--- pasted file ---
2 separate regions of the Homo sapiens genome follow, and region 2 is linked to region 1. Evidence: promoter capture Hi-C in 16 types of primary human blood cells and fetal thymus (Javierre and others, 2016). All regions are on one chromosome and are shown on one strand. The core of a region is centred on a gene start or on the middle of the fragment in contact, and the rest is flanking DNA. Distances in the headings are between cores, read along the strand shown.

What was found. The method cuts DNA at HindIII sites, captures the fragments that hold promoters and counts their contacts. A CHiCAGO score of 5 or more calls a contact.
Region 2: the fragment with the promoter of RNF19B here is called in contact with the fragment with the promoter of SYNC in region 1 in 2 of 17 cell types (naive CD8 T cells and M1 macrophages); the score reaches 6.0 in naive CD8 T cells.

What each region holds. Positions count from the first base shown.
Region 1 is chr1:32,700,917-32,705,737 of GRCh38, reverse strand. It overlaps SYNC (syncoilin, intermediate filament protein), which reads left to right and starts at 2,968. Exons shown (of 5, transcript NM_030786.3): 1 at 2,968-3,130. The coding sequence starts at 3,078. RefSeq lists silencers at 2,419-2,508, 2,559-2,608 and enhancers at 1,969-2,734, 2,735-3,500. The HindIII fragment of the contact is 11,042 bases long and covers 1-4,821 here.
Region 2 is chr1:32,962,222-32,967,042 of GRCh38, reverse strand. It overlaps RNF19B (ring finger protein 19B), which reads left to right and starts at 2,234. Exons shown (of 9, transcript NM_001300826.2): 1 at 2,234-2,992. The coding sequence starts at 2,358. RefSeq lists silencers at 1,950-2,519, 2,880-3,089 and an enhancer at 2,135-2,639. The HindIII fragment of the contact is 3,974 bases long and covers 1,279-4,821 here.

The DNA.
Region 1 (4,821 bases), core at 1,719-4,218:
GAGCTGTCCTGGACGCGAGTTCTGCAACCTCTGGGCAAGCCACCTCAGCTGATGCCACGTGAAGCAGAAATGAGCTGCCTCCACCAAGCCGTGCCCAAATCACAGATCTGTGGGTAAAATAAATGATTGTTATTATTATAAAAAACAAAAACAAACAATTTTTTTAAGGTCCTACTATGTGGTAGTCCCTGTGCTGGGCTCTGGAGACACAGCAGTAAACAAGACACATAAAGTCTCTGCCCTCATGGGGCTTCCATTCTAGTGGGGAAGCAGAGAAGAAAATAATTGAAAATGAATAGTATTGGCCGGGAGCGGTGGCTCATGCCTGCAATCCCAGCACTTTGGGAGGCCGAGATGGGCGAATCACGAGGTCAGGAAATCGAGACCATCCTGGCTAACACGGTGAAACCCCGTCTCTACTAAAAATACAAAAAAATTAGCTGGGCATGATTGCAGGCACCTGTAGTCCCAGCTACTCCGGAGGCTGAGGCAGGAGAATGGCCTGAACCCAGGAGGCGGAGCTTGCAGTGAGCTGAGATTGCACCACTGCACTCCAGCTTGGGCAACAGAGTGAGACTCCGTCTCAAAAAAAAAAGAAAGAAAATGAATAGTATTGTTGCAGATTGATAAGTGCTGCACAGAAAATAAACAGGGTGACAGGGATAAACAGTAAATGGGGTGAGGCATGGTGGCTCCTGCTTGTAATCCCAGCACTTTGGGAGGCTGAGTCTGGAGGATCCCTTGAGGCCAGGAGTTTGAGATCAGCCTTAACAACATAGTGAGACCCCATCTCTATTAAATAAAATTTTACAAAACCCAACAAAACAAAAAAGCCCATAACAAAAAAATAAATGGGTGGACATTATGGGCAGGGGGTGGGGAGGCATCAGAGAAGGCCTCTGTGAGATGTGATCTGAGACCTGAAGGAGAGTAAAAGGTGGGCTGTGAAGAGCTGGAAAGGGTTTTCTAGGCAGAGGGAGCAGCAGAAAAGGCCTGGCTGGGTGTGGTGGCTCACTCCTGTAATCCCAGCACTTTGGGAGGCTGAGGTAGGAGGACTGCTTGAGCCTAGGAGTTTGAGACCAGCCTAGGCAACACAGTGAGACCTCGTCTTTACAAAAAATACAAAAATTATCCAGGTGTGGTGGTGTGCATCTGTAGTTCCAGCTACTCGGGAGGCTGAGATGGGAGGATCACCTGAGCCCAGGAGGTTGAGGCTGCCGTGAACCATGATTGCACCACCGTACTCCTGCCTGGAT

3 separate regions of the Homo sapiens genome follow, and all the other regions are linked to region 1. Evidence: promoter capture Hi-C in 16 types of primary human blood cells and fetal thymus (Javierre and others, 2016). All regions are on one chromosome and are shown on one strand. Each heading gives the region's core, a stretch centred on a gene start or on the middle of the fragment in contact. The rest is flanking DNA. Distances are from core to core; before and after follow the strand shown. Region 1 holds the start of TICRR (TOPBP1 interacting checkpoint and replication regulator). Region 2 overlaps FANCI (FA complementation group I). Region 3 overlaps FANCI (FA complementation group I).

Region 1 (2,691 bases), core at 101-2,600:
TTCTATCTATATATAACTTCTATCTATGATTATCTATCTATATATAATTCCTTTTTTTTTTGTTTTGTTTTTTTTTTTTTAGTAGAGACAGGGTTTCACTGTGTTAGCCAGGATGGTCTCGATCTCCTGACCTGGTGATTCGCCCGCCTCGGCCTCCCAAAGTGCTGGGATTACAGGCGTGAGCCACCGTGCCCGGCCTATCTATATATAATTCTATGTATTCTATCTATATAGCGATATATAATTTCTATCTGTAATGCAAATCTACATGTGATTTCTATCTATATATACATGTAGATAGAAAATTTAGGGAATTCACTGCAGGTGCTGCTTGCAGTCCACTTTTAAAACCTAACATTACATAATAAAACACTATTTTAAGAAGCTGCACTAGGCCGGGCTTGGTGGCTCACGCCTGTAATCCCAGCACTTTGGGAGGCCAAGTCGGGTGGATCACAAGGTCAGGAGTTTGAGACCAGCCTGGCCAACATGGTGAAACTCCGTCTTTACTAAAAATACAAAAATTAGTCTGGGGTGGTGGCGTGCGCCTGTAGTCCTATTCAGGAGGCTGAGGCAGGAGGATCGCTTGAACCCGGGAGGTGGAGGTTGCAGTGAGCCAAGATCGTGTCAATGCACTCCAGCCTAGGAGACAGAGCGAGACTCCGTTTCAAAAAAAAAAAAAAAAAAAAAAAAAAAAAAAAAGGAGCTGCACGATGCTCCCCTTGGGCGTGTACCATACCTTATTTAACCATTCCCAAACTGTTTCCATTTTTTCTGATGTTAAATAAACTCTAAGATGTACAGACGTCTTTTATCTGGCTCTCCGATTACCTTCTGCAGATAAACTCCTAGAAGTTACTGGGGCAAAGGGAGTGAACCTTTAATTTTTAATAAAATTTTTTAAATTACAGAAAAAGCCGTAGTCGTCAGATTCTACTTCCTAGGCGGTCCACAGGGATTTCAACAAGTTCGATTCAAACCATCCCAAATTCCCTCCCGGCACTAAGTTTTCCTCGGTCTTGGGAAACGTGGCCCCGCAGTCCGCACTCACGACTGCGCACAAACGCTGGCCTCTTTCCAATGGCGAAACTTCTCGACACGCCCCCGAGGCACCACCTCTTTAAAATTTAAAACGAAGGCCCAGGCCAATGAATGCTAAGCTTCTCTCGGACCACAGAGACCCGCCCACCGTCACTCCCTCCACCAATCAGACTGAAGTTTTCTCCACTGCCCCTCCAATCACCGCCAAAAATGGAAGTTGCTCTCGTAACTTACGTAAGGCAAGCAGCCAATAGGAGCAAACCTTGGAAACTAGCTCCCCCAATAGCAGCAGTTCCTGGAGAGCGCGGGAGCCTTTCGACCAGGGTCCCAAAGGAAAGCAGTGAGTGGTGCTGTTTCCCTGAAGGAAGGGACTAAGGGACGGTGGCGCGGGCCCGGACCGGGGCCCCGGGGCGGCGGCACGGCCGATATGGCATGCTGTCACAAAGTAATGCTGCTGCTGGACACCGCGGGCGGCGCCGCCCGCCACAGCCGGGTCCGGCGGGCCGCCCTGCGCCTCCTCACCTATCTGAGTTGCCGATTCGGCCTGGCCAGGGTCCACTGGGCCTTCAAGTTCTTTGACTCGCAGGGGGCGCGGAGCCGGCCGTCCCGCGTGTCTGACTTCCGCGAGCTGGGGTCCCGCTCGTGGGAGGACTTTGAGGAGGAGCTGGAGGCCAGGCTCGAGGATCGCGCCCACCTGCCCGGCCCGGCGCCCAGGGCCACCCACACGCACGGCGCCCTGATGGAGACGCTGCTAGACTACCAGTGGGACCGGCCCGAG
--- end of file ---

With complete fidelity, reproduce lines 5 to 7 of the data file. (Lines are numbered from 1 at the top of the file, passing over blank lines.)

Region 1 is chr1:32,700,917-32,705,737 of GRCh38, reverse strand. It overlaps SYNC (syncoilin, intermediate filament protein), which reads left to right and starts at 2,968. Exons shown (of 5, transcript NM_030786.3): 1 at 2,968-3,130. The coding sequence starts at 3,078. RefSeq lists silencers at 2,419-2,508, 2,559-2,608 and enhancers at 1,969-2,734, 2,735-3,500. The HindIII fragment of the contact is 11,042 bases long and covers 1-4,821 here.
Region 2 is chr1:32,962,222-32,967,042 of GRCh38, reverse strand. It overlaps RNF19B (ring finger protein 19B), which reads left to right and starts at 2,234. Exons shown (of 9, transcript NM_001300826.2): 1 at 2,234-2,992. The coding sequence starts at 2,358. RefSeq lists silencers at 1,950-2,519, 2,880-3,089 and an enhancer at 2,135-2,639. The HindIII fragment of the contact is 3,974 bases long and covers 1,279-4,821 here.

The DNA.